Sure, there have been ups and downs, but also many happy adventures along the way. So, when Williams began experiencing some unexpected aches in autumn 2018, she visited a clinic in Cheyenne for an x-ray that showed her bones beginning to deform a little. Figuring it was a side effect of aging, she nevertheless embarked on a two-week photo safari to Kenya with her aunt — her first time out of the United States — in October 2018 and enjoyed the trip of a lifetime.
Still, her hips continued hurting, so she returned to the doctor in January 2019 “and that’s when the doctor felt something,” Williams recalls. “He said, ‘You’re not pregnant?’ I was 61 at the time, so I said, ‘No, I’m definitely not pregnant.’ I went in for an ultrasound and that’s when everything got crazy.”
She had a 25-centimeter tumor on her ovary and it was cancerous.
Several Cycles of Chemotherapy
Williams was immediately scheduled for a hysterectomy followed by chemotherapy treatment, which she got through with minimal side effects or interruptions to her teaching schedule. For almost a year following treatment her cancer was in remission, but because ovarian cancer is often caught in late stages it recurs in about 80% of women “and mine came back,” Williams says.
As a lifelong learner whose impulse is to dive into research and figure things out, Williams knew that a recurrence was bad news. She’d had a friend who received treatment at the CU Cancer Center and spoke highly of her experience, so Williams decided to make the two-hour drive from Cheyenne. She began working with Guntupalli and a multidisciplinary CU Cancer Center team to figure out what the best next steps would be.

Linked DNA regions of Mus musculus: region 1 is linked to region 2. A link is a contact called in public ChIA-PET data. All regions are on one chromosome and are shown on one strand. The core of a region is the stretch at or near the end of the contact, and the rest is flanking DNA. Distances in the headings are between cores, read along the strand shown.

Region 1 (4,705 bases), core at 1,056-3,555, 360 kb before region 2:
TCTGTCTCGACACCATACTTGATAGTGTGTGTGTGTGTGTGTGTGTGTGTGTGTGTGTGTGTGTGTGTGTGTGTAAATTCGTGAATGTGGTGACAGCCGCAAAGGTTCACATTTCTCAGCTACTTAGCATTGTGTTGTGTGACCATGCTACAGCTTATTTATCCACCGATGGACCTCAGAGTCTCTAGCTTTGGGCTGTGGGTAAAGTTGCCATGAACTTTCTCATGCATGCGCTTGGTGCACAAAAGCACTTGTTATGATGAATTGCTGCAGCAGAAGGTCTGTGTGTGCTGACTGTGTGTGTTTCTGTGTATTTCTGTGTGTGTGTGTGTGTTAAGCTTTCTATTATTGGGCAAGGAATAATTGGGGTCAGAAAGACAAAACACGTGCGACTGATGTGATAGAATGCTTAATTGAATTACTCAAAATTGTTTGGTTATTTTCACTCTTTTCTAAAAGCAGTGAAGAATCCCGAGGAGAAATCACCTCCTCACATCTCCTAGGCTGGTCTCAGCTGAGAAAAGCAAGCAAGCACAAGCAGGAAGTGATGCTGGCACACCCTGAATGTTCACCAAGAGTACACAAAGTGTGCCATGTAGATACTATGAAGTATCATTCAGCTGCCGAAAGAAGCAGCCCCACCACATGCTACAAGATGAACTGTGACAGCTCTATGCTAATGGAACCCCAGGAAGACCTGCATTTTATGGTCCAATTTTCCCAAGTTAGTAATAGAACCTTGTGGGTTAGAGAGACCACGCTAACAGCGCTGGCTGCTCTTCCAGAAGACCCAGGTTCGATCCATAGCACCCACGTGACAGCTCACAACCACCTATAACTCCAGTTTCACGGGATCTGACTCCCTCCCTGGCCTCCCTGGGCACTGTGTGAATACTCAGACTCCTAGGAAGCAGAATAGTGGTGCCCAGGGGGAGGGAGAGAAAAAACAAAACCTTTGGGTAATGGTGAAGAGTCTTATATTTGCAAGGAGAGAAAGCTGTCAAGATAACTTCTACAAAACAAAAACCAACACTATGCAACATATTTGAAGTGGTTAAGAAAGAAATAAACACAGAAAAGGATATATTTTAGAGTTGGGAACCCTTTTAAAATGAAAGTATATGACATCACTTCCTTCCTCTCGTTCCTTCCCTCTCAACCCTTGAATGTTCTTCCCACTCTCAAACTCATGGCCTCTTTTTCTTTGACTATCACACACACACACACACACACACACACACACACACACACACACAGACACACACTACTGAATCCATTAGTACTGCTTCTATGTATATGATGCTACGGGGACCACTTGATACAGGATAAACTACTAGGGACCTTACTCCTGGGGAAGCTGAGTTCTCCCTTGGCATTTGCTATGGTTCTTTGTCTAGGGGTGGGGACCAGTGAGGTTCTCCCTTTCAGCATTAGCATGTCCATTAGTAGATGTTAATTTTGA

She first had another cycle of chemotherapy, this time experiencing a strange allergic reaction that resulted in a three-day stay at a Fort Collins hospital during the height of the COVID-19 pandemic. However, the chemotherapy had its intended effect and until February 2022 Williams was in a state of maintenance — meeting with her care team at regular intervals to make sure her tumors hadn’t begun growing again.
In February 2022, though “my numbers were starting to go back up and the CT scan showed the cancer had metastasized to my diaphragm, which is a big deal for a music teacher,” Williams says. “Then out of the blue Dr. Guntupalli says, ‘We’re going to try this new therapy.’”
“We run a genetics-based practice where we really look at the individual characteristics of a patient’s tumor rather than looking at it broadly,” Guntupalli explains. “If you look at treating cancer like a dartboard, you want to have clear vision and an unobstructed view of the bullseye. Unfortunately, a lot of times we’re looking at it blindfolded and throwing things at cancer that will probably work. With the advanced genetic testing we do right here on the Anschutz campus, we can get very specific information about the cancer that really lets us target treatment.”